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Personal protective equipment (PPE)

Employers have duties concerning the provision and use of personal protective equipment (PPE) at work.

PPE is equipment that will protect the user against health or safety risks at work. It can include items such as safety helmets, gloves, eye protection, high-visibility clothing, safety footwear and safety harnesses. It also includes respiratory protective equipment (RPE).

Case study

A commercial gardener was using a petrol-driven strimmer to trim undergrowth. He hit a piece of unseen debris, which was thrown into the air and caught him in the eye. He lost the sight in that eye because he was not wearing protective goggles, which was advised in the manufacturer's written instructions for using the strimmer.

How similar accidents can be prevented

Ensure those operating strimmers are trained to recognise the hazards posed by unseen debris and wear appropriate PPE, including protective goggles.

Why is PPE important?

Making the workplace safe includes providing instructions, procedures, training and supervision to encourage people to work safely and responsibly.

Even where engineering controls and safe systems of work have been applied, some hazards might remain. These include injuries to:

PPE is needed in these cases to reduce the risk.

What do I have to do?

Selection and use

You should ask yourself the following questions:

When selecting and using PPE:

Other advice on PPE

Maintenance

PPE must be properly looked after and stored when not in use, eg in a dry, clean cupboard. If it is reusable it must be cleaned and kept in good condition.

Think about:

Employees must make proper use of PPE and report its loss or destruction or any fault in it.

Monitor and review

Types of PPE you can use

Eyes

Hazards
Chemical or metal splash, dust, projectiles, gas and vapour, radiation

Options
Safety spectacles, goggles, face screens, faceshields, visors

Note
Make sure the eye protection chosen has the right combination of impact/dust/splash/molten metal eye protection for the task and fits the user properly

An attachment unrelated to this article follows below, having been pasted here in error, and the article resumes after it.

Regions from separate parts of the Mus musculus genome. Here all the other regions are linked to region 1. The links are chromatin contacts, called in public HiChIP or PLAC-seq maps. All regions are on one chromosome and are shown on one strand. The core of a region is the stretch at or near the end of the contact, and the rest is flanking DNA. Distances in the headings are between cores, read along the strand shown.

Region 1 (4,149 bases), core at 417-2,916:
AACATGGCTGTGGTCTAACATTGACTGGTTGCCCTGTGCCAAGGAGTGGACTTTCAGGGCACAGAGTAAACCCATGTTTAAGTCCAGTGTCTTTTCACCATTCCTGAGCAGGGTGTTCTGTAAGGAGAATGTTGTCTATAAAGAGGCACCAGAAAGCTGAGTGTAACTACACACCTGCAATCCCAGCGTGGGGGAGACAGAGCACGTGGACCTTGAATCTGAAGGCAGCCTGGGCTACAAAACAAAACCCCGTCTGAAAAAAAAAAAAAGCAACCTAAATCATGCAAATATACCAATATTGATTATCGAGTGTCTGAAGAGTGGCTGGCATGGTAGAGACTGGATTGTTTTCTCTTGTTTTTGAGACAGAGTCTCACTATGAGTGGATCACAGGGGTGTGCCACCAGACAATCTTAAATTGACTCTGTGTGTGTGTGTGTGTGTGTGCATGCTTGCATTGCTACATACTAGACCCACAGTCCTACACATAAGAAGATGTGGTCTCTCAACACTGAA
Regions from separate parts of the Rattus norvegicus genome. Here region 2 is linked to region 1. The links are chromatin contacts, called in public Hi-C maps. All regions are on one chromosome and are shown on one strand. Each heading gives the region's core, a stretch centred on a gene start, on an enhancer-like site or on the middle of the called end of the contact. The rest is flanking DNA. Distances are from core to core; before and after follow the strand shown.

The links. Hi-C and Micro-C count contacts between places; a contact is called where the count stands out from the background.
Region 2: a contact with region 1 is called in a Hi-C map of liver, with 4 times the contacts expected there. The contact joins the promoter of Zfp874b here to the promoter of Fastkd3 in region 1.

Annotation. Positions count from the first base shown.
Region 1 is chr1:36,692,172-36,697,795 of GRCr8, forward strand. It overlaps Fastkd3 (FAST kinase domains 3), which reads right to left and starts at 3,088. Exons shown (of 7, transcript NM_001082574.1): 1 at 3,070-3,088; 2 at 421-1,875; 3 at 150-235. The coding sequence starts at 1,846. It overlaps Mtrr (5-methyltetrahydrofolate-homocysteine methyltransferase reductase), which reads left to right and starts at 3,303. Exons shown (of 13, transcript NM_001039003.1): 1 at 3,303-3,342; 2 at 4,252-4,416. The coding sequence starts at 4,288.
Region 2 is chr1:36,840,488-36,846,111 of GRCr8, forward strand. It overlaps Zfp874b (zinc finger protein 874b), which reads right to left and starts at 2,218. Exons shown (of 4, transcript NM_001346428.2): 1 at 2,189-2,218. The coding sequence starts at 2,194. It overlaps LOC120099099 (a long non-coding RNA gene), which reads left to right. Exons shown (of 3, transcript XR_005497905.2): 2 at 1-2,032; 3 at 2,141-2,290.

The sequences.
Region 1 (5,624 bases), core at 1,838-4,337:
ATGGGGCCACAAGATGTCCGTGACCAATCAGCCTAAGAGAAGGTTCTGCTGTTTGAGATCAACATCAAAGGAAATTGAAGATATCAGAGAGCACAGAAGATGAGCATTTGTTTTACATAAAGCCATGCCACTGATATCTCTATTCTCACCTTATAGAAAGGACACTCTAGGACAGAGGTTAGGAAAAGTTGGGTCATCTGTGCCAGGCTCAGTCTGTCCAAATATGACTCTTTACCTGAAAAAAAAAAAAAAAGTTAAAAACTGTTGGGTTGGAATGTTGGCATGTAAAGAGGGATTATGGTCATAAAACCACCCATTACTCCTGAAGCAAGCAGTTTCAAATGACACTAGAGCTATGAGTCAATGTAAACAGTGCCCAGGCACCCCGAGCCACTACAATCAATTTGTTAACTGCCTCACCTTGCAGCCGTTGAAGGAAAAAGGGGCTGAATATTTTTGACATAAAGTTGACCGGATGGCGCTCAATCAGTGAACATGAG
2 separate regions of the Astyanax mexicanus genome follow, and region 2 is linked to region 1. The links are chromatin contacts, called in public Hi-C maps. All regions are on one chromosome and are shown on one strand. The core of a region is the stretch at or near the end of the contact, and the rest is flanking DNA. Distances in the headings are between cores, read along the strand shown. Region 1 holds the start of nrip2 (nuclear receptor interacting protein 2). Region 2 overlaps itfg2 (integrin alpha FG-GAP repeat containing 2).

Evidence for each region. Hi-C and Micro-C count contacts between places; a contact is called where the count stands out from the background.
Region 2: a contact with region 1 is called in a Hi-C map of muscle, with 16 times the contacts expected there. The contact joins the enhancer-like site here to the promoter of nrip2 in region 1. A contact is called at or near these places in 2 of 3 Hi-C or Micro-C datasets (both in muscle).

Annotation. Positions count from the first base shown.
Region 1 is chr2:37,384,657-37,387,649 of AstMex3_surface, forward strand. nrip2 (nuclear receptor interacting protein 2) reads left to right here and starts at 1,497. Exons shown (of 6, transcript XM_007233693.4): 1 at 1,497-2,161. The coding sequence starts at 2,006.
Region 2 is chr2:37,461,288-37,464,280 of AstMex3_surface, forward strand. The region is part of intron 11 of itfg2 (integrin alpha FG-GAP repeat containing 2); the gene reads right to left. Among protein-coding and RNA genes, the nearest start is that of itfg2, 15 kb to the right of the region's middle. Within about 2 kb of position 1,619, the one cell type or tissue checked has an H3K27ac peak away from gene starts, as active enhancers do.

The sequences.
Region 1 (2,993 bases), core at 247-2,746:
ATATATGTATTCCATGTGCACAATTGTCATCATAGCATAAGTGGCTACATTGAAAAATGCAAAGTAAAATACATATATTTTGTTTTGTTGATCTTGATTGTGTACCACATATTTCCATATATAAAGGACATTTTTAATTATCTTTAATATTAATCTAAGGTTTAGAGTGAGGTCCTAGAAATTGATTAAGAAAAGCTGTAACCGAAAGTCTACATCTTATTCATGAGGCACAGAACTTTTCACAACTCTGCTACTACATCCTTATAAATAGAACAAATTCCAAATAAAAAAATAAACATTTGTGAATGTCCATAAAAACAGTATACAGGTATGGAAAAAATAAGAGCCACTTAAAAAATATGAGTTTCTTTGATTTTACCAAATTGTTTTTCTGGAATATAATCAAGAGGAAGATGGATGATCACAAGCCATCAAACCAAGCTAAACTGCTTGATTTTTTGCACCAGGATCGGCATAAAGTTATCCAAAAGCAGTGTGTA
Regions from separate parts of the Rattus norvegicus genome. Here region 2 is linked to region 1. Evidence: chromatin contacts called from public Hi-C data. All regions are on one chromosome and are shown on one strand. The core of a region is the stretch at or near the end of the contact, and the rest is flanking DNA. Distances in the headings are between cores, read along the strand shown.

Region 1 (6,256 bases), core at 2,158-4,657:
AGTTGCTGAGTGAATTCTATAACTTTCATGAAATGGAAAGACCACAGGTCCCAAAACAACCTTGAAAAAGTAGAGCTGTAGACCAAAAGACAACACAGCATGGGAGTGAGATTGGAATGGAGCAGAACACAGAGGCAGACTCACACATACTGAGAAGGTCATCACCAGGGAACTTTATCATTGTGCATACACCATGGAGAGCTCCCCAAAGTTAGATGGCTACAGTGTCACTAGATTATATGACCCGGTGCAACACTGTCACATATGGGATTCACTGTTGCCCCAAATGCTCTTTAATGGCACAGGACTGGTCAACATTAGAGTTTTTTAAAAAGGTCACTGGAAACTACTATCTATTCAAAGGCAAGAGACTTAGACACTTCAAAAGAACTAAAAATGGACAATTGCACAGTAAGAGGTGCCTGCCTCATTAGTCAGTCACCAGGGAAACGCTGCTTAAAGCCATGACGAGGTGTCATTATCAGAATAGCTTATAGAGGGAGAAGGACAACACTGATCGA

Head and neck

Hazards
Impact from falling or flying objects, risk of head bumping, hair getting tangled in machinery, chemical drips or splash, climate or temperature

Options
Industrial safety helmets, bump caps, hairnets and firefighters' helmets

Note

Ears

Hazards
Noise – a combination of sound level and duration of exposure, very high-level sounds are a hazard even with short duration

Options
Earplugs, earmuffs, semi-insert/canal caps

Note

Hands and arms

Hazards
Abrasion, temperature extremes, cuts and punctures, impact, chemicals, electric shock, radiation, vibration, biological agents and prolonged immersion in water

Options
Gloves, gloves with a cuff, gauntlets and sleeving that covers part or all of the arm

Note

Feet and legs

Hazards
Wet, hot and cold conditions, electrostatic build-up, slipping, cuts and punctures, falling objects, heavy loads, metal and chemical splash, vehicles

Options
Safety boots and shoes with protective toecaps and penetration-resistant, mid-sole wellington boots and specific footwear, eg foundry boots and chainsaw boots

Note

Lungs

Hazards

Options – respiratory protective equipment (RPE)

Note

Whole body

Hazards
Heat, chemical or metal splash, spray from pressure leaks or spray guns, contaminated dust, impact or penetration, excessive wear or entanglement of own clothing

Options
Conventional or disposable overalls, boiler suits, aprons, chemical suits

Note

Emergency equipment

Careful selection, maintenance and regular and realistic operator training is needed for equipment for use in emergencies, like compressed-air escape breathing apparatus, respirators and safety ropes or harnesses.

Find out more

The law

The Personal Protective Equipment Regulations 2002 and the Personal Protective Equipment at Work Regulations 1992 (as amended) give the main requirements.

Other special regulations cover hazardous substances (including lead and asbestos), and also noise and radiation.

Updated 2014-01-20